+ "Though overall hate crimes decreased by 7% in 16 major US cities in 2020, anti-Asian hate crimes increased 149%, first spiking in March and April when COVID-19 began its spread."

6

Absence Makes the Heart Grow Squander

The NYT with A Close-Up Picture of Partisan Segregation, Among 180 Million Voters: "Democrats and Republicans are effectively segregated from each other, to varying degrees by place, according to the Harvard researchers Jacob Brown and Ryan Enos. And at least over the past decade, they believe this partisan segregation has been growing more pronounced ... 'We know that with groups in general, when they're separated, bad things happen,' Mr. Enos said. 'That has proved true with racial segregation, and religious and ethnic divides — patterns of separation that make it easier to demonize one another, and harder to share resources or power.'" This is absolutely critical. It's so much easier for politicians to demonize "the other side" when citizens don't interact with the other side (and realize that we're often mostly on the same side...)

7

Twitter Insurrection

"The Tampa teen who took control of well-known Twitter accounts last summer and used them to solicit more than $100,000 in Bitcoin pleaded guilty to state charges Tuesday in exchange for a three-year prison sentence."

+ "As the investigation matures, it's becoming increasingly clear that many of the roughly 800 people who breached the nation's Capitol may never face any legal consequences because they were allowed to simply walk away from the scene."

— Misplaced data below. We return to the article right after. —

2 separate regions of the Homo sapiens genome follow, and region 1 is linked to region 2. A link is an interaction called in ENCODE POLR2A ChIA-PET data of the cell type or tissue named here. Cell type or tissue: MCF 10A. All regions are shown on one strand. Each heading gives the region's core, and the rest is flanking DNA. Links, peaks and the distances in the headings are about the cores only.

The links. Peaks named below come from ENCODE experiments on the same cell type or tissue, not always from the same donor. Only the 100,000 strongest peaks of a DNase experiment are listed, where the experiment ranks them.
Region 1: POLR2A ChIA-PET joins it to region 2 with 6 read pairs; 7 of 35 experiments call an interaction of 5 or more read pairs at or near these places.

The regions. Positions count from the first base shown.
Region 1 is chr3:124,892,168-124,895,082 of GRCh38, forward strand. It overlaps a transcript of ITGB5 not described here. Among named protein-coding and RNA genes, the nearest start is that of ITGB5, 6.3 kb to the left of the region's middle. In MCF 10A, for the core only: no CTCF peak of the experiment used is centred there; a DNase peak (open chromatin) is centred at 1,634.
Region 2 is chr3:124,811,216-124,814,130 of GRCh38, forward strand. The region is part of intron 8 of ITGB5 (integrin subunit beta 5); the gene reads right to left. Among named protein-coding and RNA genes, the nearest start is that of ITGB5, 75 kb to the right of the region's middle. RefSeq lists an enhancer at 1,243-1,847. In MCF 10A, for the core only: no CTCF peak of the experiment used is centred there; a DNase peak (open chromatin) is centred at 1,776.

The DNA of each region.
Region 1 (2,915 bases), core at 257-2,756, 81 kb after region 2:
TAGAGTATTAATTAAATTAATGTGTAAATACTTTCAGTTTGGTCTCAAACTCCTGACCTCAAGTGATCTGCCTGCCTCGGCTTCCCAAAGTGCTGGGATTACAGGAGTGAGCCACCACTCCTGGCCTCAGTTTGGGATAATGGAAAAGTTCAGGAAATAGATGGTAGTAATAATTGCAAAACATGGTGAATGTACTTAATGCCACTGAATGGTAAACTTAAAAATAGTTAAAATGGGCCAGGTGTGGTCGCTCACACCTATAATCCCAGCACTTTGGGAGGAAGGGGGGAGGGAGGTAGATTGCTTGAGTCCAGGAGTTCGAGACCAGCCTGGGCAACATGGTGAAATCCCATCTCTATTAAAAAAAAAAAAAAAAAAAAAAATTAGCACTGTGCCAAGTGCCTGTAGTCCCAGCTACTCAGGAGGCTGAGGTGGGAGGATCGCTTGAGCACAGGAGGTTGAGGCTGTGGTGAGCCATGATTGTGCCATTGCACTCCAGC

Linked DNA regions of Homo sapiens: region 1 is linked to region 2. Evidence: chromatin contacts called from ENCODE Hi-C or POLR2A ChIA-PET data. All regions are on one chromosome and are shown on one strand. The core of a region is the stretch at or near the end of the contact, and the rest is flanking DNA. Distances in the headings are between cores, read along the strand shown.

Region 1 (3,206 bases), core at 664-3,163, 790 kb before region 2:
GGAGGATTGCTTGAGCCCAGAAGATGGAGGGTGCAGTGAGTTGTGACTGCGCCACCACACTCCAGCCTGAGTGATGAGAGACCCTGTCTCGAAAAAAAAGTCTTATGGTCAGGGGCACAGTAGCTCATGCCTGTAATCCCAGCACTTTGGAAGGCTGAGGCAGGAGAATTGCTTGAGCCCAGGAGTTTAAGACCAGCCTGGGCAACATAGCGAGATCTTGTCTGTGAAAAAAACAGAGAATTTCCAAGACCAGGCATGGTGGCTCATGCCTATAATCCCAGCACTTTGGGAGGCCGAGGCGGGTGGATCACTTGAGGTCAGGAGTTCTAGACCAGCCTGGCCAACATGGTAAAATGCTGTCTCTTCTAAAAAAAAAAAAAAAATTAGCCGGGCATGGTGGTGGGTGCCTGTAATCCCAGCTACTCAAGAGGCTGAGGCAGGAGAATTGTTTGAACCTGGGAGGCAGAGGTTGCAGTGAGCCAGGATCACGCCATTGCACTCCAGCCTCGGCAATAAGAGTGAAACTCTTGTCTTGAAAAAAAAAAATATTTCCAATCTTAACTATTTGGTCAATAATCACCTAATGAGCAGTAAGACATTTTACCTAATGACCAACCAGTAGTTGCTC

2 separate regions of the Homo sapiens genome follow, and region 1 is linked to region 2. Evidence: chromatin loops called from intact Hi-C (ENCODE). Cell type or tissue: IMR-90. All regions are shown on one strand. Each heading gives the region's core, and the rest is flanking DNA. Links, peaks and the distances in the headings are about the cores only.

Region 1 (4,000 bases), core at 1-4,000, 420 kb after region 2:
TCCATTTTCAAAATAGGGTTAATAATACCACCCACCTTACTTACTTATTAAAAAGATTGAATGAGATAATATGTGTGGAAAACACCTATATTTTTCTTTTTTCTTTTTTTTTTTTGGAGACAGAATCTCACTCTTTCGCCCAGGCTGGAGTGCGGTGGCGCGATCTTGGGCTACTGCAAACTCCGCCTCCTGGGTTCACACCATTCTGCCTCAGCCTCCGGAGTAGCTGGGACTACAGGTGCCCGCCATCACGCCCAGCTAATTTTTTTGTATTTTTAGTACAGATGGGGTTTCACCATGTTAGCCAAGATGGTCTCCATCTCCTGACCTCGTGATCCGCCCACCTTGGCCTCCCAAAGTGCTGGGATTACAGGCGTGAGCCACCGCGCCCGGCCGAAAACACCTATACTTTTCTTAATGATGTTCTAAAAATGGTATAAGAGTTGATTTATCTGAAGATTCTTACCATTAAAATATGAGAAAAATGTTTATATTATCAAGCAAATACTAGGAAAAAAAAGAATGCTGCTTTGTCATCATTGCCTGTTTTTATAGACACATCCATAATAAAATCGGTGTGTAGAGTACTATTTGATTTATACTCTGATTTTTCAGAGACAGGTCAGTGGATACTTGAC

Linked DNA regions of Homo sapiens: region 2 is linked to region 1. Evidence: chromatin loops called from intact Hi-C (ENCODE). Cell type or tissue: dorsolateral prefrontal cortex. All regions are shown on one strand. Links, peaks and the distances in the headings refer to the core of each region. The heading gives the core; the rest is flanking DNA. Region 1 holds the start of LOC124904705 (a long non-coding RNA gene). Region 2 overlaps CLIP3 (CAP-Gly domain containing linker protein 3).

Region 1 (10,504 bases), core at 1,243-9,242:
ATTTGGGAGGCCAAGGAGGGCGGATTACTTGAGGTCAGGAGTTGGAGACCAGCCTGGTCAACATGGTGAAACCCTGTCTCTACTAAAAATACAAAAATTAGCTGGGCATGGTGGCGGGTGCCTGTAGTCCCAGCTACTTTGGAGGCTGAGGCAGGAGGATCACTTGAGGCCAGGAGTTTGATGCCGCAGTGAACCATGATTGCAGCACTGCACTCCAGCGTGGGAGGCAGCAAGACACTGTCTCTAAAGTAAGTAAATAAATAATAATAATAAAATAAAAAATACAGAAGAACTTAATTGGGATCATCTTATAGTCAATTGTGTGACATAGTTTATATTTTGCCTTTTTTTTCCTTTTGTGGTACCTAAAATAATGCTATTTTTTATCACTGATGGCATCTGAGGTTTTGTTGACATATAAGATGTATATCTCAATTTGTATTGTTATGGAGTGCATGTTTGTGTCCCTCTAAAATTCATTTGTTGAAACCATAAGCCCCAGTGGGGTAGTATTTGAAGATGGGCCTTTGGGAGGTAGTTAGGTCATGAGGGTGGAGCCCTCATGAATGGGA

8

Equid Pro Quo

"There is one place, closer to home, where the adventurous can find equine steak. In South Florida (really, where else?), only 20 minutes from South Beach, festers a hotbed of open-air abattoirs. Butchers make good money: Horse meat can start at $7 a pound from a tired nag and increase to five times that from a racehorse, whose flesh some believe can cure impotence. They may source their meat from Craigslist, buying horses for a few hundred dollars or by falsely promising to give rescues a good home. When all else fails, the horse butchers become horse thieves." And then there's the guy who's trying to stop them. David Gauvey Herbert in Bloomberg: The Horse Meat Vigilante.

9

I Wanna Party With You

I'm on the board of 826 Valencia, and our annual gala is going virtual this year. It's always a great event, and this year's special guest is Zadie Smith. She'll be joined by Dave Eggers and a collection of young writers that will amaze and delight you. Here are the details about the March 25th event. It would be great to have you join the fun.

10

Bottom of the News

Talk about dominance... Labrador Retrievers have been the most popular dogs in America for 30 straight years. So the real battle is for second place. And this year, we have a new silver medalist. German Shepherds are out, and French Bulldogs are in.

+ Biden's dog is returning to the White House after his biting incident. According to the president, "85% of the people there love him." (My Beagles would love that kind of approval rating in my house.)

+ Spanish Driver High On Cocaine Caught Doing 160 MPH In A BMW. (This is basically all of us the day the pandemic ends...)